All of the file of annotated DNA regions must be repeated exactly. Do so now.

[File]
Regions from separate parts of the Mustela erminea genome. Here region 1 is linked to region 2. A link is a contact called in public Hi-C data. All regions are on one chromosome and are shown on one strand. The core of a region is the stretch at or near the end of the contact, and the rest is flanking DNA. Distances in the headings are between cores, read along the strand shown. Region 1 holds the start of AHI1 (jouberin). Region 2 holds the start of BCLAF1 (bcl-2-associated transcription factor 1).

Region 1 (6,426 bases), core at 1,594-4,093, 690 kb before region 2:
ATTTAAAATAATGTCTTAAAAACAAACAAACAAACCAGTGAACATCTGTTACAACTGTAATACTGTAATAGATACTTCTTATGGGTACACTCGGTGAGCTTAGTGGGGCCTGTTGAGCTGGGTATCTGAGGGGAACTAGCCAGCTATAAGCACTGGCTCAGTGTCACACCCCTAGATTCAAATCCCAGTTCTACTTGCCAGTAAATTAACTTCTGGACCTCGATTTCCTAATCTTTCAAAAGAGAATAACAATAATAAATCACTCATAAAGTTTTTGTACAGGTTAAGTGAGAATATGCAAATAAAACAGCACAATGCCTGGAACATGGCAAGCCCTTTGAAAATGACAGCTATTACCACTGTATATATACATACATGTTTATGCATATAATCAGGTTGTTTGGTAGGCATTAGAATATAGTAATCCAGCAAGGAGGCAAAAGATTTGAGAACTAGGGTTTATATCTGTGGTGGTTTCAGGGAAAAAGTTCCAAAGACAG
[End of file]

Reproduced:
Regions from separate parts of the Mustela erminea genome. Here region 1 is linked to region 2. A link is a contact called in public Hi-C data. All regions are on one chromosome and are shown on one strand. The core of a region is the stretch at or near the end of the contact, and the rest is flanking DNA. Distances in the headings are between cores, read along the strand shown. Region 1 holds the start of AHI1 (jouberin). Region 2 holds the start of BCLAF1 (bcl-2-associated transcription factor 1).

Region 1 (6,426 bases), core at 1,594-4,093, 690 kb before region 2:
ATTTAAAATAATGTCTTAAAAACAAACAAACAAACCAGTGAACATCTGTTACAACTGTAATACTGTAATAGATACTTCTTATGGGTACACTCGGTGAGCTTAGTGGGGCCTGTTGAGCTGGGTATCTGAGGGGAACTAGCCAGCTATAAGCACTGGCTCAGTGTCACACCCCTAGATTCAAATCCCAGTTCTACTTGCCAGTAAATTAACTTCTGGACCTCGATTTCCTAATCTTTCAAAAGAGAATAACAATAATAAATCACTCATAAAGTTTTTGTACAGGTTAAGTGAGAATATGCAAATAAAACAGCACAATGCCTGGAACATGGCAAGCCCTTTGAAAATGACAGCTATTACCACTGTATATATACATACATGTTTATGCATATAATCAGGTTGTTTGGTAGGCATTAGAATATAGTAATCCAGCAAGGAGGCAAAAGATTTGAGAACTAGGGTTTATATCTGTGGTGGTTTCAGGGAAAAAGTTCCAAAGACAG